Tax Alerts
Tax Briefing(s)

There is good news to offer in the form of an enhanced child tax credit.  Under the Tax Cuts and Jobs Act (TCJA), the child tax credit has doubled, increased the refundable portion, and expanded its scope to include dependents other than qualified children.  In addition, the TCJA broadened the pool of taxpayers eligible for the credit by significantly increasing adjusted-gross-income (AGI) phaseout ranges.  The following is an overview of the eligibility requirements and other changes to the child tax credit effective for tax years 2018 through 2025:


As you go about your daily life conducting business online, hackers are in the wings waiting to pounce and exploit one innocent miss-click, mistake or mismanagement of company data. Turning a blind eye or being in denial of the realities of cybercrime and data breaches can destroy your company’s brand and reputation. You must continually work toward protecting your business from cybercrime and you must monitor your systems and process 24/7 without fail.


In general, the new tax Act provides for stricter limits on the deductibility of business meals and entertainment expenses. Under the Act entertainment expenses incurred or paid after December 31, 2017 are nondeductible unless they fall under specific exceptions. One of those exceptions is for “expenses for recreation, social, or similar activities primarily for the benefit of the taxpayer’s employees, other than highly compensated employees.” (i.e. office holiday parties are still deductible). Business meals provided for the convenience of the employer are now only 50% deductible whereas before the Act they were fully deductible. Barring further action by Congress those meals will be nondeductible after 2025.


The 2018 dollar limit on the maximum permissible allocation under a defined contribution plan is $55,000. The maximum amount of annual compensation that may be taken into account on behalf of any participant under a qualified defined contribution plan is $275,000.

The 2018 limit on the maximum amount of elective contributions that a person may make in to a §401(k) plan, a §403(b) tax-sheltered annuity or a §457(b) eligible deferred compensation is $18,500. The limit on "catch-up contributions" for persons age 50 and older is $6,000.

The 2018 dollar limit on the maximum annual benefit under a defined benefit plan is $220,000.


As the school year ends, summer vacation offers parents and students alike the opportunity to focus on what may be their most considered subject: PAYING FOR COLLEGE. Many families commit unforced errors in their efforts to save and pay for hefty tuition bills.

Among the traps people fall into are:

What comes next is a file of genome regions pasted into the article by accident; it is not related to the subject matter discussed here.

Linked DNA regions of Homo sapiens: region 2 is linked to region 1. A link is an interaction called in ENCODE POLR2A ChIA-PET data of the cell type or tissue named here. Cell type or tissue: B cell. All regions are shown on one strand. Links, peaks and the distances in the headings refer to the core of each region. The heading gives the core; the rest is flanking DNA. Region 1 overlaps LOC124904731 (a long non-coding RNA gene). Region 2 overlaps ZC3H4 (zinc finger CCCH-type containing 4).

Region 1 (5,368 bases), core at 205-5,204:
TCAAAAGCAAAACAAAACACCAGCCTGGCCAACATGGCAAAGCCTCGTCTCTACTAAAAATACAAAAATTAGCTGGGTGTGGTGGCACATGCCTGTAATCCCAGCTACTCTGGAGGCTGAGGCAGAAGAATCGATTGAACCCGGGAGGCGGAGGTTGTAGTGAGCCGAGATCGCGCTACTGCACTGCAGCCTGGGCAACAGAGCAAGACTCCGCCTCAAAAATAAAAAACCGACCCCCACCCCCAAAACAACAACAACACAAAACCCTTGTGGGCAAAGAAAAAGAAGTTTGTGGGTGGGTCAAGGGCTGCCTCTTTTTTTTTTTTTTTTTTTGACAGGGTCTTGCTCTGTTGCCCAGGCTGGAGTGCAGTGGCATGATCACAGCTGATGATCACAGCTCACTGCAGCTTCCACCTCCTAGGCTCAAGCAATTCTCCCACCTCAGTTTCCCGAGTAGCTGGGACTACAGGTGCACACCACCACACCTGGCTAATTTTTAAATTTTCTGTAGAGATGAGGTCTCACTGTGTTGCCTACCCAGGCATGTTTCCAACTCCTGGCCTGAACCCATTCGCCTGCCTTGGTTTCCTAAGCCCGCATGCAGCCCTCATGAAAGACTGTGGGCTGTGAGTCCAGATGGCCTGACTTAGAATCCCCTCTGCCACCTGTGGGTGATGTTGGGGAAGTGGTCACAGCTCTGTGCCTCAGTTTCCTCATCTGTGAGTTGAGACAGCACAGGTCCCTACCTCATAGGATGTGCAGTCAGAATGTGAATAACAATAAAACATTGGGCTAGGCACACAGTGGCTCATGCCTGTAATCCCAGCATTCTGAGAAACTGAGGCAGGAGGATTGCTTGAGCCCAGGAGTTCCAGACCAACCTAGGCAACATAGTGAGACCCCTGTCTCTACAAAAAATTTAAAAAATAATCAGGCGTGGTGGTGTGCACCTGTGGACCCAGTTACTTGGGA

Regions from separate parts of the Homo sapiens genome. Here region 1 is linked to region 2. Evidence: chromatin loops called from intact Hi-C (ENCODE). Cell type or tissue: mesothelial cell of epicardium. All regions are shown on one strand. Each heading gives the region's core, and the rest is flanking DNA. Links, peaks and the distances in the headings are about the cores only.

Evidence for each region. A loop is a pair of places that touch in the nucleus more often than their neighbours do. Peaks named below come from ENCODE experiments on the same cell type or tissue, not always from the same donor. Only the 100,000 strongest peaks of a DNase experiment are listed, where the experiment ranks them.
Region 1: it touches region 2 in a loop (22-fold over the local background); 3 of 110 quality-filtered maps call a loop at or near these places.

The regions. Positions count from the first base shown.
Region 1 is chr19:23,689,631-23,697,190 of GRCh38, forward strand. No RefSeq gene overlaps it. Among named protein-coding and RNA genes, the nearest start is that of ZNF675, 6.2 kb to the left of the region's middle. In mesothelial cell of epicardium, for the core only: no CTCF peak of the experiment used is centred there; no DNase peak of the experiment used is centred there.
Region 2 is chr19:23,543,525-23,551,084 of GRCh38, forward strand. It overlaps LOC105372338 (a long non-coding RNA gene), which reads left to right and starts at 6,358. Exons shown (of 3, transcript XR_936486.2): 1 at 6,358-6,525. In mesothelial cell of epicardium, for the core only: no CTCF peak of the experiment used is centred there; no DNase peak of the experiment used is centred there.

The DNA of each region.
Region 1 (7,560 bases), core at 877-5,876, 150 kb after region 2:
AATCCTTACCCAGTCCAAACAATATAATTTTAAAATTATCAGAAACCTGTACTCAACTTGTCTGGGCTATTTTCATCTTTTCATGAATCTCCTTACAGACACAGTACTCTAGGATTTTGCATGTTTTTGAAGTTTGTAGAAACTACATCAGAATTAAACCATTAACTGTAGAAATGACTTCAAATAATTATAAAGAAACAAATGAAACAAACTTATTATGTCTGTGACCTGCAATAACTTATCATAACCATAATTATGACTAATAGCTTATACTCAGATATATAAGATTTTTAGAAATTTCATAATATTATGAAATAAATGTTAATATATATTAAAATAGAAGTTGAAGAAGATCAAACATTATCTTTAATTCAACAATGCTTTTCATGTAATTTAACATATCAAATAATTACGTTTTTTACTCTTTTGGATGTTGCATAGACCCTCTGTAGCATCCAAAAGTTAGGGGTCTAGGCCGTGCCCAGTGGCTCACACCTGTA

• Obsessing about school choice;
  • Thinking it isn’t worth it to apply for aid or scholarships; and
  • Not considering “529” college-savings plans.

States have become quicker to declare assets “abandoned” when account owners lose touch with a financial institution.  Although state laws vary, assets may be determined abandoned if the account owner has not made contact with the institution for three to five years.  These accounts consist of refunds, bank accounts, insurance proceeds and recovered goods, including cash, stock, bonds and other items that may belong to you. 


IRS Commissioner John Koskinen has asked companies to report patterns of fraud and for tax preparation firms to team up to fight return fraud.  Criminals are using stolen identities to claim refunds.


The Washingtonian has recognized Dalbert B. Ginsberg as one of the Washington Metropolitan area top Tax Accountants based on a survey of financial professionals and research conducted by the magazine.


New IRS guidance fills in several more pieces of the Code Sec. 199A passthrough deduction puzzle. Taxpayers can generally rely on all of these new final and proposed rules.


The IRS has issued interim guidance on the excise tax payable by exempt organizations on remuneration in excess of $1 million and any excess parachute payments made to certain highly compensated current and former employees in the tax year. The excise tax imposed by Code Sec. 4960 is equal to the maximum corporate tax rate on income (currently 21 percent).


The IRS has provided safe harbors for business entities to deduct certain payments made to a charitable organization in exchange for a state or local tax (SALT) credit. A business entity may deduct the payments as an ordinary and necessary business expenses under Code Sec. 162 if made for a business purpose. Proposed regulations that limit the charitable contribution deduction do not affect the deduction as a business expense.


The Treasury and IRS have issued final regulations for determining the inclusion under Code Sec. 965 of a U.S. shareholder of a foreign corporation with post-1986 accumulated deferred foreign income. Code Sec. 965 imposes a "transition tax" on the inclusion. The final regulations retain the basic approach and structure of the proposed regulations, with certain changes.


The IRS has issued its annual revisions to the general procedures for ruling requests, technical memoranda, determination letters, and user fees, as well as areas on which the Associate Chief Counsel offices will not rule. The revised procedures are generally effective January 2, 2019.